Blind Spots

It’s no doubt that we all have our weaknesses.  One of the aspects of the human condition is how hard it is for us to see our own weaknesses.

One of my weaknesses is the way I say things.  It takes people a while to get used to, but generally once we’ve become acquainted it’s usually not an issue anymore.  They do however, still notice.  I’ve been told at my current job that there’s a list of Jacobisms floating around that eventually they’ll share with me.  Because I don’t notice them I can only imagine how long the list is, or how funny it is out of context.

Just this week I know I’ve said things like, “don’t make me supervise you” (to my boss), and “sometimes, I do things” while at work.  Out of context, these are pretty funny.  I’ve also got the line, “I may not be well informed, but I have a strong opinion about X.” Which is a phrase that is so useful more people should adopt it.

All of these have been understood in context and appreciated by the audience.  All were spoken using English, but its English with a mannerism that is certainly reflective of my personality.

I know I do this, but I have the fault of not being as conscious of it as I should be.

It’s easy for others to see.  It’s not easy for me.  It’s easy for others to see your faults.  It’s not easy to see them ourselves.  I imagine we all have (at times) participated in the art of finding fault in others.  I think it’s part of the teenage experience.

When I was a boy of fourteen, my father was so ignorant I could hardly stand to have the old man around. But when I got to be twenty-one, I was astonished at how much he had learned in seven years.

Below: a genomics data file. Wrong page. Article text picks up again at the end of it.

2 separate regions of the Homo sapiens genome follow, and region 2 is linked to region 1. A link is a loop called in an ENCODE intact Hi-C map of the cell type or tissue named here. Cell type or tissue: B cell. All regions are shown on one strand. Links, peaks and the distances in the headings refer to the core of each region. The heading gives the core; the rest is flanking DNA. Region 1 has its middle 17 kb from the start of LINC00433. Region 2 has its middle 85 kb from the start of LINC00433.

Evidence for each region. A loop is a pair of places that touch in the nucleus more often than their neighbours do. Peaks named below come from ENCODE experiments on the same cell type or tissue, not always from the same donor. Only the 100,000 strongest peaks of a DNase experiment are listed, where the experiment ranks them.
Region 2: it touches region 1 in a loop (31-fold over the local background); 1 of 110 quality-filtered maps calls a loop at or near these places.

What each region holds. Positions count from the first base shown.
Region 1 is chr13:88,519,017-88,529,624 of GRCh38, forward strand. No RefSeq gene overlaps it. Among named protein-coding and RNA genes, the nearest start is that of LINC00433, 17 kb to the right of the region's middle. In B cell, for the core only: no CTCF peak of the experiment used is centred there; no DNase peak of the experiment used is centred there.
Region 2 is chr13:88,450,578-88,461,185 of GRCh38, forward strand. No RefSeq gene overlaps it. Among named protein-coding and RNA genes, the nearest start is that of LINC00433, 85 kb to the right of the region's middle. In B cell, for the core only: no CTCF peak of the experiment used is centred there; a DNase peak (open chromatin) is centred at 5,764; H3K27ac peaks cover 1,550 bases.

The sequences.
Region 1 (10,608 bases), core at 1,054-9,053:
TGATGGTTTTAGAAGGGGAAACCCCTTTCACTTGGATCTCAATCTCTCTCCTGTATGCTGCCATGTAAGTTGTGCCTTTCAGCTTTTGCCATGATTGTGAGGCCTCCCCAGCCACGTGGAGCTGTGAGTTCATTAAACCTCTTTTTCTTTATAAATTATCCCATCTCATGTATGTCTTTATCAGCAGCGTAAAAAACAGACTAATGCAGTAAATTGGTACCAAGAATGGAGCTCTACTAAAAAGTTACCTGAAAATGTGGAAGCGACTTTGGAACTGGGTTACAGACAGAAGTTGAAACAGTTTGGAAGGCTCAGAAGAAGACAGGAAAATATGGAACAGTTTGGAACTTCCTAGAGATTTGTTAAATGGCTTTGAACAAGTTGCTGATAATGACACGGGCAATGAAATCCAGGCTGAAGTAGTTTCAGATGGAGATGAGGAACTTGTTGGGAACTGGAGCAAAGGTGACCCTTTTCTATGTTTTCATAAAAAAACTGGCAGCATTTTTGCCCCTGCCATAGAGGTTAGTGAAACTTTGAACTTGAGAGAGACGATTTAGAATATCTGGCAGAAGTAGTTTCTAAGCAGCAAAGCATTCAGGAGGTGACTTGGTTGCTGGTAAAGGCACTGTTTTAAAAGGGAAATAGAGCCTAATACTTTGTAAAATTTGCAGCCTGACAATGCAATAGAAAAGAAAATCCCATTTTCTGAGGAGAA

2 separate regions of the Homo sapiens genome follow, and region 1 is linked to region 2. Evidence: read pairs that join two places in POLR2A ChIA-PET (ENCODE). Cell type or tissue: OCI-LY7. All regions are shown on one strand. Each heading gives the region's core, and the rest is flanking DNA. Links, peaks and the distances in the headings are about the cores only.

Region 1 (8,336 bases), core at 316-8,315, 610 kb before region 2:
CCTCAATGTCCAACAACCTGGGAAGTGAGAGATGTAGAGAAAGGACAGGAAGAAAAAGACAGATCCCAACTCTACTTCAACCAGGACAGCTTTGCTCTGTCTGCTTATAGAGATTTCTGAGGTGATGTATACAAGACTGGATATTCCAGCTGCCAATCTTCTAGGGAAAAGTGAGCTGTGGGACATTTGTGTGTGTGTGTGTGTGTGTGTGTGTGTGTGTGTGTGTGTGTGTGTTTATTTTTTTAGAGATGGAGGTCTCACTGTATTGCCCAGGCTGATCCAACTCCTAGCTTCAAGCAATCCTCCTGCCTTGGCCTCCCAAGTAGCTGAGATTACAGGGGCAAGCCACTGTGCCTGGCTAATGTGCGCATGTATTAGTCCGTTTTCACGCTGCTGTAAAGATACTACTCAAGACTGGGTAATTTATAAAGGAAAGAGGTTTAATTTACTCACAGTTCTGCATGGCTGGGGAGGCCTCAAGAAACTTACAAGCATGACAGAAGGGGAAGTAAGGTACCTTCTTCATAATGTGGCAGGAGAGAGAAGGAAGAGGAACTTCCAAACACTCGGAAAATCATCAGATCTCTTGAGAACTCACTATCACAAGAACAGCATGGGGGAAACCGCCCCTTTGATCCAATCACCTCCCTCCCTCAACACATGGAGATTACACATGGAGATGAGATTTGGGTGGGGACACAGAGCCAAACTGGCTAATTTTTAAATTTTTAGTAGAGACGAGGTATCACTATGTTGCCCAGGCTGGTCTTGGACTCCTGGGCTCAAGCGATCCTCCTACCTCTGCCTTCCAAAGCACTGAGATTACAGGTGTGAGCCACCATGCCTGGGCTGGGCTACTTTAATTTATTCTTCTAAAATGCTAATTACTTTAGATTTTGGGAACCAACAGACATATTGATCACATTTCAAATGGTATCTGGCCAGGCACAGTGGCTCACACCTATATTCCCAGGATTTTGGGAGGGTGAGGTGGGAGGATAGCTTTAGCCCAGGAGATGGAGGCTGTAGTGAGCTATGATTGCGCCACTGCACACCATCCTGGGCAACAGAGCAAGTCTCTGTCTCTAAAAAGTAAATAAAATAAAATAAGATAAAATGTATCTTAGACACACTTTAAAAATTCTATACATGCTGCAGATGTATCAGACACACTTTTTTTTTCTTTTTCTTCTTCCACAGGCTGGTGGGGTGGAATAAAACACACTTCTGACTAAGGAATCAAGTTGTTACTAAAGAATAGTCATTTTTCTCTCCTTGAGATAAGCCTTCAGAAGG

-Mark Twain

This week I was having a conversation that was productive to a point, but then I noticed a theme in the discussion.  We were observing and commenting only on the faults of the individuals we were discussing.  We were talking about their blind spots.  I’d like to think we were generally being polite in our discourse, but I knew if we’d continued the dialogue it might have easily shifted to where I would have been uncomfortable having them talk about me, the way I was talking about them.

Then the scripture came to mind in Ether 12:27:

And if men come unto me I will show unto them their weakness. I give unto men weakness that they may be humble; and my grace is sufficient for all men that humble themselves before me; for if they humble themselves before me, and have faith in me, then will I make weak things become strong unto them.

Remembering that scripture helped me to remember to be kind.  The people who were the subject of the conversation probably have just as many faults as I do (but who’s counting anyway?).  The solution for them is the same for me.  Be humble and take your weaknesses to the Lord so that he can make them strong.

I once wrote that just because someone is on the same path doesn’t mean they have the same destination.  Those who choose to follow Heavenly Father’s plan to overcome their weaknesses are on the same path.  I know what it’s like to walk that path and can relate those who on it with me.

There’s really not much insight in this post other than I found a way to apply a scripture to help me be kinder in my thoughts and more appreciative of those around me.  And now you all know there’s a list of Jacobisms floating around my work.  If I ever get a copy of it, I’ll have to post it here.

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